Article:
So, I just do want to acknowledge at this time that this is a disruption, again, in our lives from this COVID-19 pandemic. We've had it all year, I know of people that have had to cancel or postpone weddings, interfere with other major events, and Christmas is another one of those. So, it's unfortunate that this is happening, but we need to put safety and health concerns at the forefront at the moment, and particularly for those in the northern suburbs- in the northern beaches of Sydney. My heart goes out to you, that this is a tricky time in the lead up to Christmas, but please stay the course, and I'm sure that my colleagues in New South Wales Health will get on top of this.
So I'll go to questions now, thanks. Firstly, in the room.
Professor Kelly, we still don't know the exact [indistinct]… where this coronavirus has come from in Sydney. How concerning is that for you? And are you confident that we will work that out? Or do you [indistinct]…?
Look, it would be very useful to work out where it actually came from. We know from the genomics analysis that it points very clearly to a person that came into the country from the US, was in hotel quarantine, a passenger, an Australian returning to Australia, and there's a very close match in the genomic analysis of the virus. So, that's our presumed place of origin. But how that particular virus, through a person, got to the Avalon, the various venues that we know about now in Avalon, is a mystery, as you say, and the contact tracers are looking into that.
I think, more important now, is really to look at where we are in terms of the cases that we know about, where they have been whilst they've been infectious, and also, as is the normal case now, particularly in New South Wales, looking back from when they became infected to where they'd been in the week or two before that. And that will give us many clues, and hopefully that will also include where this missing link, if you like, may be.
Professor Kelly, given the reinstatement of certain restrictions around Greater Sydney, had the northern beaches been locked down a few days earlier, could that have been avoided? And what's your message to the people in New South Wales, or Greater Sydney, rather, that are a bit frustrated and upset that they're being affected by the outbreak in the northern beaches? Because, it's obviously something that would cause a lot of frustration at this time of year.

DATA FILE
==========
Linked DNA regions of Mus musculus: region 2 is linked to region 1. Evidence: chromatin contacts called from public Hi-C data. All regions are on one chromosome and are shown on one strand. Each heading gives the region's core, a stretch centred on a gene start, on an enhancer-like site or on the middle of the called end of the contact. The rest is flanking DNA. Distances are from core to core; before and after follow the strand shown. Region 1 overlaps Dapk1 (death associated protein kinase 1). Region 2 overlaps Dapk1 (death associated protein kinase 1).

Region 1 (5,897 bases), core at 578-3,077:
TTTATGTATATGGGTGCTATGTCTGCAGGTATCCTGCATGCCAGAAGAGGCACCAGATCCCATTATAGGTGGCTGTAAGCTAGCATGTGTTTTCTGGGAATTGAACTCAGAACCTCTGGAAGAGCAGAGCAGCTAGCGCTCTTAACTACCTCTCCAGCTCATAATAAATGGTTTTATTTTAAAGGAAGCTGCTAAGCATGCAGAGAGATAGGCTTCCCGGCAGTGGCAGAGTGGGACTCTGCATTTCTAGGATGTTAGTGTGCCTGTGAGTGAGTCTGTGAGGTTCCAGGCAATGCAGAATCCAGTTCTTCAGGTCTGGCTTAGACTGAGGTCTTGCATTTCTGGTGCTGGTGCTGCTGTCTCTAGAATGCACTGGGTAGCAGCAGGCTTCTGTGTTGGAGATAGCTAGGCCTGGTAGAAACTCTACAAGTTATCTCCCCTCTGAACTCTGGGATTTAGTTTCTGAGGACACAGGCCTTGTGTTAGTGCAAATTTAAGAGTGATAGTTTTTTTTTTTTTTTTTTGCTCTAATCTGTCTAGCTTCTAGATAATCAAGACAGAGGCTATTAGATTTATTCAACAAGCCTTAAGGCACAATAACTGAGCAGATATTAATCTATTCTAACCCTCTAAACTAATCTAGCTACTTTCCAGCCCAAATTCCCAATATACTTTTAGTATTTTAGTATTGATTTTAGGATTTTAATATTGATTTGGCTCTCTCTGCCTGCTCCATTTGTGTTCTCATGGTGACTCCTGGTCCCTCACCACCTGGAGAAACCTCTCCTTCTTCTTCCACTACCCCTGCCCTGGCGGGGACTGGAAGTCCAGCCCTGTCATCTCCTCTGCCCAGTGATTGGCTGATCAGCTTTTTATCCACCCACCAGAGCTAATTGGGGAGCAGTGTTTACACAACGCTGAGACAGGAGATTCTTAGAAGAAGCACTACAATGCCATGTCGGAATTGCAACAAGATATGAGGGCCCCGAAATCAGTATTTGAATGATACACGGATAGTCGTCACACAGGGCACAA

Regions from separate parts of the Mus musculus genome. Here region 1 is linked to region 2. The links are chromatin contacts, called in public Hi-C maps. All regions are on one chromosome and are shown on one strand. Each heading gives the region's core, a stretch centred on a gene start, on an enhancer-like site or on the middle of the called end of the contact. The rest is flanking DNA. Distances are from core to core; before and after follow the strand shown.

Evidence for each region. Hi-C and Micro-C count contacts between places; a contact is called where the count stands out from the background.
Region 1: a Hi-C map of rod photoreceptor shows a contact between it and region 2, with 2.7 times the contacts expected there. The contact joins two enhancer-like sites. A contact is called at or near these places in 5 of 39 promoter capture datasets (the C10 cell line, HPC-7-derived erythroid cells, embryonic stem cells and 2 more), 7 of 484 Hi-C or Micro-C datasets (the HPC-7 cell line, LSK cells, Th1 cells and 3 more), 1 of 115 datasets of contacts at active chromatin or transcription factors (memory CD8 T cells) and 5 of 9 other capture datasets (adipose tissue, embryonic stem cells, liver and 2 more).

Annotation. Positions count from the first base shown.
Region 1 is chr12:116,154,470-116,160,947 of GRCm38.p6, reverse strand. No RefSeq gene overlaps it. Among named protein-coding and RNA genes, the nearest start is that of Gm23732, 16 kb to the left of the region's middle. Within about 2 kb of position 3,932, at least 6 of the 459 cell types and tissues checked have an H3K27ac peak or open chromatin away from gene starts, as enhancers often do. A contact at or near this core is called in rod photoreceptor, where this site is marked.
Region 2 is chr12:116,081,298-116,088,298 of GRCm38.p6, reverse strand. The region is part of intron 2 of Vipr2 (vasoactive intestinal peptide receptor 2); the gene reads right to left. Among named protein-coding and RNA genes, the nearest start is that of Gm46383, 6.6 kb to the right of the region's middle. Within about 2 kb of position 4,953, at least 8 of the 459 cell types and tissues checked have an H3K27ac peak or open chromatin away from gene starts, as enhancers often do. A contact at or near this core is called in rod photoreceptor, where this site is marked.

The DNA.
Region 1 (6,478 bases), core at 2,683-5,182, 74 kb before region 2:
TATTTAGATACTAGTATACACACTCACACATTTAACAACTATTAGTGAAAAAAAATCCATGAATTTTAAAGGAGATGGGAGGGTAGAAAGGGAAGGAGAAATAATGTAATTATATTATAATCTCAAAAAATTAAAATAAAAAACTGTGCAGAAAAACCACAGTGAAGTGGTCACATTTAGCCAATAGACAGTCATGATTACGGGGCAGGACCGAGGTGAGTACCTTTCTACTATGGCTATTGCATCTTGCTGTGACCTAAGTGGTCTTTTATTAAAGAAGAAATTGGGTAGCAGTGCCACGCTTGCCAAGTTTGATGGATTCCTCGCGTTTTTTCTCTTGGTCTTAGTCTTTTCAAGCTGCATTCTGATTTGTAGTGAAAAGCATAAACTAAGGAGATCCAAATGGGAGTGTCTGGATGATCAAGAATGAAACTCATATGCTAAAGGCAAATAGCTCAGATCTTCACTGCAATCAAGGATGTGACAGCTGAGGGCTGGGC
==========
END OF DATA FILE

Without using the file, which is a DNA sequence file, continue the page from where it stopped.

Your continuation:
Yeah, of course. And as I said, I really understand the factors - it's disturbing all sorts of peoples plans. At the moment, those disruptions in terms of public health orders only lasted till midnight on Wednesday. So, you know, we're still hopeful that Christmas can be some kind of COVID-safe normal, but I understand that that is an area of frustration and that's how it is.
Look, in terms of what should be done when and so forth, these are really difficult decisions and it's a decision for New South Wales Health and we have, you know, they have great experience in these matters. But, it's always a trade-off when you're making these sorts of decisions that lead to disruption; if you go too early, you're criticised for going too hard too fast, if you go too slow then it's the opposite. I think they've got it about right. The other thing I would say is that people in the northern beaches in particular, have been amazingly collaborative. So, well before any restrictions actually went on they were doing all the things that ended up being in the written orders. So, mainly staying at home, mainly not going to venues; many venues closed as we know, including hotels and so forth. So, I don't think it would have made a big difference. We are already talking back to around about the 10th, 11the and through to the 13th, is when the major events happen, in terms of spread - so, that was well in the past already.
I think the most important thing looking forward is if people will take note of what's being said today by the New South Wales Premier and really come on board with those restrictions.